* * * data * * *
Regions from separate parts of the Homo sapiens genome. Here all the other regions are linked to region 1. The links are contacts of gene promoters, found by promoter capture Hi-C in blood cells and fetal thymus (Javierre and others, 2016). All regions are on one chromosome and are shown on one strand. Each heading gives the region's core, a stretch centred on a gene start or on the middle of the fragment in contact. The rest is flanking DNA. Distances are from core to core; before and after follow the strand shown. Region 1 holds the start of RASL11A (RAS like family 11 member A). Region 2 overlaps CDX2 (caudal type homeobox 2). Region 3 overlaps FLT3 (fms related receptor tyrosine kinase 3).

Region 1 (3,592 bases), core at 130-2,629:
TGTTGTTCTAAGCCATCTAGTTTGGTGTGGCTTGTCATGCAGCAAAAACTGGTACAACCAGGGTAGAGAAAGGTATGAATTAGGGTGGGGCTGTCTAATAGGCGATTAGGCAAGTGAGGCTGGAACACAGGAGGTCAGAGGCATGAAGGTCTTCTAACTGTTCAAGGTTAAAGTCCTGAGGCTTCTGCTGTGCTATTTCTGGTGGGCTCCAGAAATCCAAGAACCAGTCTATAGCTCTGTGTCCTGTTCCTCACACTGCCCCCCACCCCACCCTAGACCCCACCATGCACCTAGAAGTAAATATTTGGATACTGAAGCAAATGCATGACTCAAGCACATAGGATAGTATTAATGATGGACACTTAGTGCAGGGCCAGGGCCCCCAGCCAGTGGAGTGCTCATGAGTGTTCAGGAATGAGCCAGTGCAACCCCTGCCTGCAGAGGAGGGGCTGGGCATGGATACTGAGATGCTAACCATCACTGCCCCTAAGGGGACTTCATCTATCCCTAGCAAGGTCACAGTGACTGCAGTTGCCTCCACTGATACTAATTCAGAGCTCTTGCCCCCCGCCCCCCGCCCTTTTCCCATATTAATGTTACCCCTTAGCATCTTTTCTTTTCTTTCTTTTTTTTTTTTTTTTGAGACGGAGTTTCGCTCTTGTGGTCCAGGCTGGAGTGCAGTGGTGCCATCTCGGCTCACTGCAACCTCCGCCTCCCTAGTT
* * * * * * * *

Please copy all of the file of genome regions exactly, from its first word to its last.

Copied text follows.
Regions from separate parts of the Homo sapiens genome. Here all the other regions are linked to region 1. The links are contacts of gene promoters, found by promoter capture Hi-C in blood cells and fetal thymus (Javierre and others, 2016). All regions are on one chromosome and are shown on one strand. Each heading gives the region's core, a stretch centred on a gene start or on the middle of the fragment in contact. The rest is flanking DNA. Distances are from core to core; before and after follow the strand shown. Region 1 holds the start of RASL11A (RAS like family 11 member A). Region 2 overlaps CDX2 (caudal type homeobox 2). Region 3 overlaps FLT3 (fms related receptor tyrosine kinase 3).

Region 1 (3,592 bases), core at 130-2,629:
TGTTGTTCTAAGCCATCTAGTTTGGTGTGGCTTGTCATGCAGCAAAAACTGGTACAACCAGGGTAGAGAAAGGTATGAATTAGGGTGGGGCTGTCTAATAGGCGATTAGGCAAGTGAGGCTGGAACACAGGAGGTCAGAGGCATGAAGGTCTTCTAACTGTTCAAGGTTAAAGTCCTGAGGCTTCTGCTGTGCTATTTCTGGTGGGCTCCAGAAATCCAAGAACCAGTCTATAGCTCTGTGTCCTGTTCCTCACACTGCCCCCCACCCCACCCTAGACCCCACCATGCACCTAGAAGTAAATATTTGGATACTGAAGCAAATGCATGACTCAAGCACATAGGATAGTATTAATGATGGACACTTAGTGCAGGGCCAGGGCCCCCAGCCAGTGGAGTGCTCATGAGTGTTCAGGAATGAGCCAGTGCAACCCCTGCCTGCAGAGGAGGGGCTGGGCATGGATACTGAGATGCTAACCATCACTGCCCCTAAGGGGACTTCATCTATCCCTAGCAAGGTCACAGTGACTGCAGTTGCCTCCACTGATACTAATTCAGAGCTCTTGCCCCCCGCCCCCCGCCCTTTTCCCATATTAATGTTACCCCTTAGCATCTTTTCTTTTCTTTCTTTTTTTTTTTTTTTTGAGACGGAGTTTCGCTCTTGTGGTCCAGGCTGGAGTGCAGTGGTGCCATCTCGGCTCACTGCAACCTCCGCCTCCCTAGTT